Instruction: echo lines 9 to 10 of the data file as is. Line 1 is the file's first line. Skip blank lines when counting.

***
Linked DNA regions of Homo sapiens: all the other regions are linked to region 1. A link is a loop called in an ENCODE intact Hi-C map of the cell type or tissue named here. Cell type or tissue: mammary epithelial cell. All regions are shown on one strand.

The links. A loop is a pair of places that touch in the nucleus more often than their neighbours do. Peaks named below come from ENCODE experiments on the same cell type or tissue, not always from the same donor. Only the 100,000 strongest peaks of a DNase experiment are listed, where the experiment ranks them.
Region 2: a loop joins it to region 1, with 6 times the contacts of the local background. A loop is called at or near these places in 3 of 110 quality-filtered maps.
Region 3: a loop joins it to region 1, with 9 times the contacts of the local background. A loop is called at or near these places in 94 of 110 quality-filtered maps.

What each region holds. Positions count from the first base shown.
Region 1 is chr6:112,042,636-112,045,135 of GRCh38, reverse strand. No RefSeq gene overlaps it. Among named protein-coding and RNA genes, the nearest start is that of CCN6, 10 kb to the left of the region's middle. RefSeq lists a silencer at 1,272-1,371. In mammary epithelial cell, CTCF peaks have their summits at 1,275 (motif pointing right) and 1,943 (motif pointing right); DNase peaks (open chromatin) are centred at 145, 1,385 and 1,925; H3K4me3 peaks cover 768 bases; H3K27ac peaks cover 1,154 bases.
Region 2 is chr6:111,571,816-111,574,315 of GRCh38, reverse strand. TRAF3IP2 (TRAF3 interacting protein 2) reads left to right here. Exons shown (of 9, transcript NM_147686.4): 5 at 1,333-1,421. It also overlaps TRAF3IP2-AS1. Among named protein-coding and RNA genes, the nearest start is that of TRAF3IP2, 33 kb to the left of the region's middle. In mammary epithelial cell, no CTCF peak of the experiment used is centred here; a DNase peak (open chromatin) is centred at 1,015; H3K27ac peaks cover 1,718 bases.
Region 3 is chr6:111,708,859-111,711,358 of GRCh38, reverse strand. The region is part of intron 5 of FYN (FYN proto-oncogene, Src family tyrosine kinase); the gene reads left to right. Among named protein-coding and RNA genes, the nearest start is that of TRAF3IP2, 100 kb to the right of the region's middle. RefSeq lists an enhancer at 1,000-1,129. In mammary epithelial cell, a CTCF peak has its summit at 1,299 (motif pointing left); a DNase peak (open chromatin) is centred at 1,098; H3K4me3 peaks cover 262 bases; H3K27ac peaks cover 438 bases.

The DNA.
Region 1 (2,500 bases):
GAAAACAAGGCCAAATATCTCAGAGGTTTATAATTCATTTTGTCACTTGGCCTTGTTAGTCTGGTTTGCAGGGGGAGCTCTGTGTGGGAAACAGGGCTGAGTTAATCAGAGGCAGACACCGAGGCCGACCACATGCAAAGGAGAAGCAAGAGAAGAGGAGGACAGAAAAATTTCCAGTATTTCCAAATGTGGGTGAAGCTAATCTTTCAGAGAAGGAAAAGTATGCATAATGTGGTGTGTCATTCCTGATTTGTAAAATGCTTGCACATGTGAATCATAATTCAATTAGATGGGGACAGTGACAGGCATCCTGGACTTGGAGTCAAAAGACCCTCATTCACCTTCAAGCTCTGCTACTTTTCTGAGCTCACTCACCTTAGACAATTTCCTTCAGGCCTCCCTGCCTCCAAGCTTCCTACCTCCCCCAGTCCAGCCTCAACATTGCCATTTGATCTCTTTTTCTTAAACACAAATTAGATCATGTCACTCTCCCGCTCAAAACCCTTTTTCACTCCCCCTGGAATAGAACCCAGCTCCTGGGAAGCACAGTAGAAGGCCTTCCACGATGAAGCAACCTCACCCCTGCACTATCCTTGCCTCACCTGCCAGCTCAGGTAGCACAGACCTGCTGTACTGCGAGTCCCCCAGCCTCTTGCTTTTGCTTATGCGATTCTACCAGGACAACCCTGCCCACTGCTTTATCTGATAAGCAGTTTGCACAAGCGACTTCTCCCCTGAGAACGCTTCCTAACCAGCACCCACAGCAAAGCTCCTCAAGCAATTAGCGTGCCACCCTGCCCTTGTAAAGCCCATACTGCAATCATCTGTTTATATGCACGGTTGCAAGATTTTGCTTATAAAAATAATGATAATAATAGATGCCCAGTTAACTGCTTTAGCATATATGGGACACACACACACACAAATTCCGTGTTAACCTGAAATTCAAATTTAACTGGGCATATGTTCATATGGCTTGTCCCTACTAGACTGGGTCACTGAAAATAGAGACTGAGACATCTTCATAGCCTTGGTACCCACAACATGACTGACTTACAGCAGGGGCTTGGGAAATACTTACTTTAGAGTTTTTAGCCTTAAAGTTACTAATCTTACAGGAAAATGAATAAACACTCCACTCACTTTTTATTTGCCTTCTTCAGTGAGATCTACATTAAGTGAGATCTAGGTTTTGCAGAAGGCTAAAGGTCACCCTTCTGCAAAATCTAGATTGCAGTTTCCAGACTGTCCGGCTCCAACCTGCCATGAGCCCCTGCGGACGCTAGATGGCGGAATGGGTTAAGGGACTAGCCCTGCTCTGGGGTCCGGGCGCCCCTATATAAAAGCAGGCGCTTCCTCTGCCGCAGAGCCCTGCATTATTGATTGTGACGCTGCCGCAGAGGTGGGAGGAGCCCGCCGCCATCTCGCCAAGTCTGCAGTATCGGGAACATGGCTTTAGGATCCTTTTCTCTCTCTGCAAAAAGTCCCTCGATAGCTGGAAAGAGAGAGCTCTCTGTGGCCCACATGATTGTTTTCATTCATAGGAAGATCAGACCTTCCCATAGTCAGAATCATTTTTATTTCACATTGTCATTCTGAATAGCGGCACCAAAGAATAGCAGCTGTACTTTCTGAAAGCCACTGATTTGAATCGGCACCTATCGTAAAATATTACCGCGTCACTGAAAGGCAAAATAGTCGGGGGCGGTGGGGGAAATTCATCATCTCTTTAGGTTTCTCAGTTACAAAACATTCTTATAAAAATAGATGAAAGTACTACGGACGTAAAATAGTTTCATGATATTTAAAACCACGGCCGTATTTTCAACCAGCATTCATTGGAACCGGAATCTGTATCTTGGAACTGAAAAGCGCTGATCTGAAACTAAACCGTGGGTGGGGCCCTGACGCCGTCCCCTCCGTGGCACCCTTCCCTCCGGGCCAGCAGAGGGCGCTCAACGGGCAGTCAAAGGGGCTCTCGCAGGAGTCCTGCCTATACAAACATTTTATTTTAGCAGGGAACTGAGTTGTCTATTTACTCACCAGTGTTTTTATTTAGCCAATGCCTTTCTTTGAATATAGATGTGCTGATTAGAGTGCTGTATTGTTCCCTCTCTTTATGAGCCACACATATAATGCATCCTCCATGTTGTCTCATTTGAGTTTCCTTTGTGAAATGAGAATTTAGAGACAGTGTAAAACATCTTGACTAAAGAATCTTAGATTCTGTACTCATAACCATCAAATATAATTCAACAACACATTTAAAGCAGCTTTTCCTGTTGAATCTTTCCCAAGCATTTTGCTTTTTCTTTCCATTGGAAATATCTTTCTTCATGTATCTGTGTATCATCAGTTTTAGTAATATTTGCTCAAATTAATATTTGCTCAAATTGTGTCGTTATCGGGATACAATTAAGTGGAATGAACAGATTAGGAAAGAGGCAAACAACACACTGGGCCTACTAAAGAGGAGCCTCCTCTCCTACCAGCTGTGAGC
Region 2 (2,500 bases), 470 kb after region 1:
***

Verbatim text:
The DNA.
Region 1 (2,500 bases):